Dari Carroll

Kev
Kev
12 years ago

This is not the Dave Ramsey Plan. Go to his web site to see his actual plan. The author took a couple ideas that he liked and changed it a bit.

Before putting it down, go to the source. everyone who put it down sounds like idiots.

Jake in IL
Jake in IL
12 years ago

There is another problem with this plan and it is common to all those who jump on the (older) used car bandwagon. The problem is risk. As a vehicle gets older, the chance that it is going to break down becomes greater. Yes, the make and model have a huge effect on this but it is universally true. So what is the problem with breaking down? Well, if you are in less than excellent financial straits, the unexpected repair bills can throw you back into debt quickly. But this is probably not a big deal for those reading this. The… Read more »

Mike in Missouri
Mike in Missouri
12 years ago

I agree with #45… Listen to the source. Dave Ramsey has a very good system to “change” the way you think about your money.
It’s more than just driving an old car and saving money….It’s about faceing the person in the mirror, You!
I’ve listened to Dave’s radio program for years and he is very motivational!

Life is short, take control of your finances!!

Ethel
Ethel
12 years ago

I think #46 has a good point – some people can not afford any extra risk. Breaking down *should* be a consideration. However, I don’t think the message should be, “Don’t buy older used cars.” I think the message should be, “Be selective about risk, and recognize the risk.” Our family opted for a high-risk old car with known issues because we could buy 9 or more used cars just like it for the price of a new car *and* we could afford the risks. I have a car-free commute, we drive on mostly quiet roads at relatively slow speeds,… Read more »

Melinda
Melinda
11 years ago

This discussion reminds me of the time my DH and I were looking to buy a Range Rover. We were looking at a 10yo RR, and my DH happened to find the insurance papers and sales receipt from the previous owner in the glove box. They had paid about $2,500 less (five years previously) than the dealer was asking us to pay. When we pointed it out, the dealer told us “a Range Rover is an appreciating asset” at which point my mother (who’d come with us just for the day out) piped up and asked if we could look… Read more »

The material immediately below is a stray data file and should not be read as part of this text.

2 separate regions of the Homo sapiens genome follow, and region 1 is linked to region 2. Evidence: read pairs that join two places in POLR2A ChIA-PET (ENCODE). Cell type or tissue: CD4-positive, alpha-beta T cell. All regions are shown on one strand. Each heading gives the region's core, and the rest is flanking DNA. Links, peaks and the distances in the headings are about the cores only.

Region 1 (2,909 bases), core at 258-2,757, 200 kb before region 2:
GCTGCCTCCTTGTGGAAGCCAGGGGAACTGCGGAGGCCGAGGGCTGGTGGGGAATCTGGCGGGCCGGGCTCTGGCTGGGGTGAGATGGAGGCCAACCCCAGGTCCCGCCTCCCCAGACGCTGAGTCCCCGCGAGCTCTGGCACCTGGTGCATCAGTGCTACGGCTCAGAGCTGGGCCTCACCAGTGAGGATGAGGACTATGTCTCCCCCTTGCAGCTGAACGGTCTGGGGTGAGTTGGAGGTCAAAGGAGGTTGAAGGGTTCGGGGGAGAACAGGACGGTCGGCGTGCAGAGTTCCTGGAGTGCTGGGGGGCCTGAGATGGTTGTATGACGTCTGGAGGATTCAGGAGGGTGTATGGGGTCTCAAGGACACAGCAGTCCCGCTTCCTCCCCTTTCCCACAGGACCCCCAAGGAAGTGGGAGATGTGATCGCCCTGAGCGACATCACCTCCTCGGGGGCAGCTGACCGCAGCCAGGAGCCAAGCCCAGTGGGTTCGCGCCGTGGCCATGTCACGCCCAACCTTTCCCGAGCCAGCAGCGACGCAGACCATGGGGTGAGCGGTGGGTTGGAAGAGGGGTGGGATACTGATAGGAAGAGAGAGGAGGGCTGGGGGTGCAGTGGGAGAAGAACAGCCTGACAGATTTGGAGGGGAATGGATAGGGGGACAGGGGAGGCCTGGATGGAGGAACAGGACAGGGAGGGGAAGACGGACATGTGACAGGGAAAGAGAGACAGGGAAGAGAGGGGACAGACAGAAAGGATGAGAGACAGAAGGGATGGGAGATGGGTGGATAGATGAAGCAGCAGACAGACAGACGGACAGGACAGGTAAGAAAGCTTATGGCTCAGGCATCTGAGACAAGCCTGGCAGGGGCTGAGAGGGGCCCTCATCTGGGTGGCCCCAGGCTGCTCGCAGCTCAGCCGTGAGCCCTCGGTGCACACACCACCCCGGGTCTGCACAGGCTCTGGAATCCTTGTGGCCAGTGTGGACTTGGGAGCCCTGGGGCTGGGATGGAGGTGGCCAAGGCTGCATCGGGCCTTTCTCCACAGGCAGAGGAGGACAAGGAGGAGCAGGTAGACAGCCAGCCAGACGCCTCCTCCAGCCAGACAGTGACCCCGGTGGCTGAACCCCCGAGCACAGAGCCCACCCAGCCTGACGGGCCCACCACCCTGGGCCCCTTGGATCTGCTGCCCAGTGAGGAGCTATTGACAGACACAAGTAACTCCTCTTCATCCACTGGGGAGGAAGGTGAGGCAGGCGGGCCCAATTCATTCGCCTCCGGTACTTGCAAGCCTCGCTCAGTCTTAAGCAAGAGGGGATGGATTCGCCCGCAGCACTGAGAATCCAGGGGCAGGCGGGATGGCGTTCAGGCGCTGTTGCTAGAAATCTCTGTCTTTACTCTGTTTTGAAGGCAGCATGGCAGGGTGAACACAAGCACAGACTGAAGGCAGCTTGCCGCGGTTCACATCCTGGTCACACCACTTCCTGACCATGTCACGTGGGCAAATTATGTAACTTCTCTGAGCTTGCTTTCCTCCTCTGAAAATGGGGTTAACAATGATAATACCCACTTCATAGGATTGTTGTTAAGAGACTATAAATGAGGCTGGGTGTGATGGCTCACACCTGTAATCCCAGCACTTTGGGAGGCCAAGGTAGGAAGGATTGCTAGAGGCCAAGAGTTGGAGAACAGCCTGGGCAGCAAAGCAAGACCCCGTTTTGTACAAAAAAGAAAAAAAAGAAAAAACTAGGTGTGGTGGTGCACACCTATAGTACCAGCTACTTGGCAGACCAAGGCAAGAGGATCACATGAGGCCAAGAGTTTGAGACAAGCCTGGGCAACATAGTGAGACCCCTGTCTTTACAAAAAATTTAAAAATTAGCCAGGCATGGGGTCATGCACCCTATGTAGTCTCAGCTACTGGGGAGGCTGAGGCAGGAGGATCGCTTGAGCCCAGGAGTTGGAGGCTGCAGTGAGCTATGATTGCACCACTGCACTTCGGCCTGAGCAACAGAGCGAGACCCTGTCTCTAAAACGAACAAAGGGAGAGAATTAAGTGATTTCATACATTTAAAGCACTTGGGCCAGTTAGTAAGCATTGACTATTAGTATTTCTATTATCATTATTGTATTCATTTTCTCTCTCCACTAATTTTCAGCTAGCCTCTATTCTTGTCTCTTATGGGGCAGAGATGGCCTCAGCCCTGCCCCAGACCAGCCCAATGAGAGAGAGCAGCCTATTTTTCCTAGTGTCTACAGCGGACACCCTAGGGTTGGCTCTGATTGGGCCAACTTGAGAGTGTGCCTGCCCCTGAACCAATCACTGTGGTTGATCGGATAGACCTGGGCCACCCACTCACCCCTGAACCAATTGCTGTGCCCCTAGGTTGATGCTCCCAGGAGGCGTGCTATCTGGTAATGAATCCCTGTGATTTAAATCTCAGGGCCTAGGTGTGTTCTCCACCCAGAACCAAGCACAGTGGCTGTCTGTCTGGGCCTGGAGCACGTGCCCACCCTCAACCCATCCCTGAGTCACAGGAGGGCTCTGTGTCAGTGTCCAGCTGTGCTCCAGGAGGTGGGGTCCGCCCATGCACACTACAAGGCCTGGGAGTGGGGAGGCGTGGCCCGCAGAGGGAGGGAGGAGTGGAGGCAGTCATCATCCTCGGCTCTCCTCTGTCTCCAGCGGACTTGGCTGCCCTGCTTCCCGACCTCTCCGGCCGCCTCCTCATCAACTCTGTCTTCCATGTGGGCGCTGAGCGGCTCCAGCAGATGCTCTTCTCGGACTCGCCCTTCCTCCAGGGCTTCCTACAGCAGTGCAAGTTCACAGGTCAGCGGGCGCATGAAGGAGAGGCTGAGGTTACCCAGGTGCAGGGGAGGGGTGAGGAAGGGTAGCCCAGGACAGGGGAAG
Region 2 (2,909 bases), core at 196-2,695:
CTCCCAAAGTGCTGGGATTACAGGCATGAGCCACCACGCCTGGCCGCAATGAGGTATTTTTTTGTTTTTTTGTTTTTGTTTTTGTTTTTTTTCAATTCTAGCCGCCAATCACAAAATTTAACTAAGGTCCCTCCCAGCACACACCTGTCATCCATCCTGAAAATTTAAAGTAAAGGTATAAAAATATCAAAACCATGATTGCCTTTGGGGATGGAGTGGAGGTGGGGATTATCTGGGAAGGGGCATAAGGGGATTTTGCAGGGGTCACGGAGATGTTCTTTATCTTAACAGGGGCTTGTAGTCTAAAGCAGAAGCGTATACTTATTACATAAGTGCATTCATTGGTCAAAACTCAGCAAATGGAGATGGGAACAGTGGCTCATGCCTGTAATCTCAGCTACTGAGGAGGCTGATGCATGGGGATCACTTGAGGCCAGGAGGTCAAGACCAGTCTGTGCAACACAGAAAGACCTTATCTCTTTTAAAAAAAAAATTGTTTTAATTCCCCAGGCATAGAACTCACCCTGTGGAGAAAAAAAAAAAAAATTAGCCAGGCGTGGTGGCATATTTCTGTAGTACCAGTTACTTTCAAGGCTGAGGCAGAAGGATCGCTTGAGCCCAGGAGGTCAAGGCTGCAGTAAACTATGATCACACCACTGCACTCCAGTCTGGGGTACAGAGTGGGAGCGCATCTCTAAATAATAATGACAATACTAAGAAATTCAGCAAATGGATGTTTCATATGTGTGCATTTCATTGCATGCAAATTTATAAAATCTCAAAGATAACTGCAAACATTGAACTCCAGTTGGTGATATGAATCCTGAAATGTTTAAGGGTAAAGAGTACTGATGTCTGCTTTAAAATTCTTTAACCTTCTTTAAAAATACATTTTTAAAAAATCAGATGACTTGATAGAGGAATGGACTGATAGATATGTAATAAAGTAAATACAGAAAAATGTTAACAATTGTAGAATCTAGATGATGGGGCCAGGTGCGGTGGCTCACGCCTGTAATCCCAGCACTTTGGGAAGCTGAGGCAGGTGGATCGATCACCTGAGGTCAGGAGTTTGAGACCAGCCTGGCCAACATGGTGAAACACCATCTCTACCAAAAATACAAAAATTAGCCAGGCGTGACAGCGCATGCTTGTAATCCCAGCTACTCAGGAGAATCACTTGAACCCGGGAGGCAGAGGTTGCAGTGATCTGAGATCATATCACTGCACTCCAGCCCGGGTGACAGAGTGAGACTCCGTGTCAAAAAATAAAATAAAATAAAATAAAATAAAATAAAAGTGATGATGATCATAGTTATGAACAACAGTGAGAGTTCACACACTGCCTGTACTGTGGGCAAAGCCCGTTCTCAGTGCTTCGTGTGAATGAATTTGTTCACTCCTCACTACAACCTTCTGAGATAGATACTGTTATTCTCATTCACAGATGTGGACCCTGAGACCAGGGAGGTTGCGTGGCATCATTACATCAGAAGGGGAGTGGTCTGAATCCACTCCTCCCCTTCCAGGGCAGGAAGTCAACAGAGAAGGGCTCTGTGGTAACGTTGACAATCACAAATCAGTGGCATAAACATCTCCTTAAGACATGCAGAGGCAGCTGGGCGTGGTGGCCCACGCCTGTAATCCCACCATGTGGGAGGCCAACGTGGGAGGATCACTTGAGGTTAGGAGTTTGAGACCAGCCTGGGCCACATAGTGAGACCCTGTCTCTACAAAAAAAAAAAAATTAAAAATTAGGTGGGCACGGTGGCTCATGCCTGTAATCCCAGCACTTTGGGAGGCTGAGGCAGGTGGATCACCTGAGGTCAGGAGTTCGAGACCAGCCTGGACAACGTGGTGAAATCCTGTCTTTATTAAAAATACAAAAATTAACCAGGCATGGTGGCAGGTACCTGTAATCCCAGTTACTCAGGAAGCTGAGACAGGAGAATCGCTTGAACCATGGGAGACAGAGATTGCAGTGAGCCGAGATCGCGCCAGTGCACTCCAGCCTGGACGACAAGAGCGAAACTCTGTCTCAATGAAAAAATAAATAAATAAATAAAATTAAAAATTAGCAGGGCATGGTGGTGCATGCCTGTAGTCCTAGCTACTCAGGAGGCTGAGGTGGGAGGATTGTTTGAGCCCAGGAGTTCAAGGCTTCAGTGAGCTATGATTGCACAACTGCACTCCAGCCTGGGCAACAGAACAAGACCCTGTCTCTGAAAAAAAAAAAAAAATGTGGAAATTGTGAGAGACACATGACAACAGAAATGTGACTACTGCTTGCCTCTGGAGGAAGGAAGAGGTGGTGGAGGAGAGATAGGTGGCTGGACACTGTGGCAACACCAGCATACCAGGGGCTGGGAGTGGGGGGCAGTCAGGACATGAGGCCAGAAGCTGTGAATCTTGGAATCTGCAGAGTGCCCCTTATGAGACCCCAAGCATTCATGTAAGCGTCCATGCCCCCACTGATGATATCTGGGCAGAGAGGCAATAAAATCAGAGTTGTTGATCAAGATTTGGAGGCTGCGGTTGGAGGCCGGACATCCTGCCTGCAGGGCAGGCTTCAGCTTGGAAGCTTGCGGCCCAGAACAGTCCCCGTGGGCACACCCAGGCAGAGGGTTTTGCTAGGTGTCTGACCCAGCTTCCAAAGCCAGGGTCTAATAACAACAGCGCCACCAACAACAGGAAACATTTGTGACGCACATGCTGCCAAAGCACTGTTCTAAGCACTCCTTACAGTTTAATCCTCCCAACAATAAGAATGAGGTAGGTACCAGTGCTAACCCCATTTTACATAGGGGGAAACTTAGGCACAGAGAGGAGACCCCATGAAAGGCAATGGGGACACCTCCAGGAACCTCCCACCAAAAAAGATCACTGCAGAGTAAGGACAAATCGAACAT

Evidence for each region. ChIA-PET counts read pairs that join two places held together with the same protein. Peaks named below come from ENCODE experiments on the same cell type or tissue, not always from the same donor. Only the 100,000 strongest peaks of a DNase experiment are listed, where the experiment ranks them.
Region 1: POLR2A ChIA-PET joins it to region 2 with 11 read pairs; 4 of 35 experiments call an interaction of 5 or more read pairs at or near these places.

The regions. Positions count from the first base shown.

Michelle
Michelle
11 years ago

LOL what a great story Melinda. Gotta love mom’s sensibility.

Sarah
Sarah
10 years ago

I appreciate your take, Ethel. For our family, having a car breakdown wouldn’t be a good time. Add to that, we have at least four children in the house (two under 5!) at any given time. So, our family is limited on what kind of car we can have (minivans it is – and even used they are not cheap) and it MUST be reliable.

So, we buy what we can afford comfortably for the family vehicle. My husband’s car will be paid off in two years, and that will be driven until it dies.

patrick
patrick
10 years ago

I appreciate Dave’s advise, but some of this seems like obsession with money and saving,etc. Buying this car, driving it for so many years, selling, buy an upgrade, saving more, selling, etc….just seems like obession with money and savings to me. Just make sensible decisions with your finances, but dont’ spend all your waking hours obssessing about them.

Craig
Craig
10 years ago

Dave Ramsey is very good at remembering things like fees, interest, and depreciation when they support his arguments, and very bad at remembering them when they don’t. Like a lot of what he says, this advice is pretty sound in its general intent–drive less expensive cars, and save rather than borrow–and pretty terrible when it comes down to the specifics. Older cars have more mechanical trouble. It’s not a question of setting up sinking funds or anything else–you have to pay more to keep an older car running than a newer one. The total cost of ownership–which is what matters… Read more »

parry nickols
parry nickols
5 years ago
Reply to  Craig

great stuff. i love it. dave is a real headcase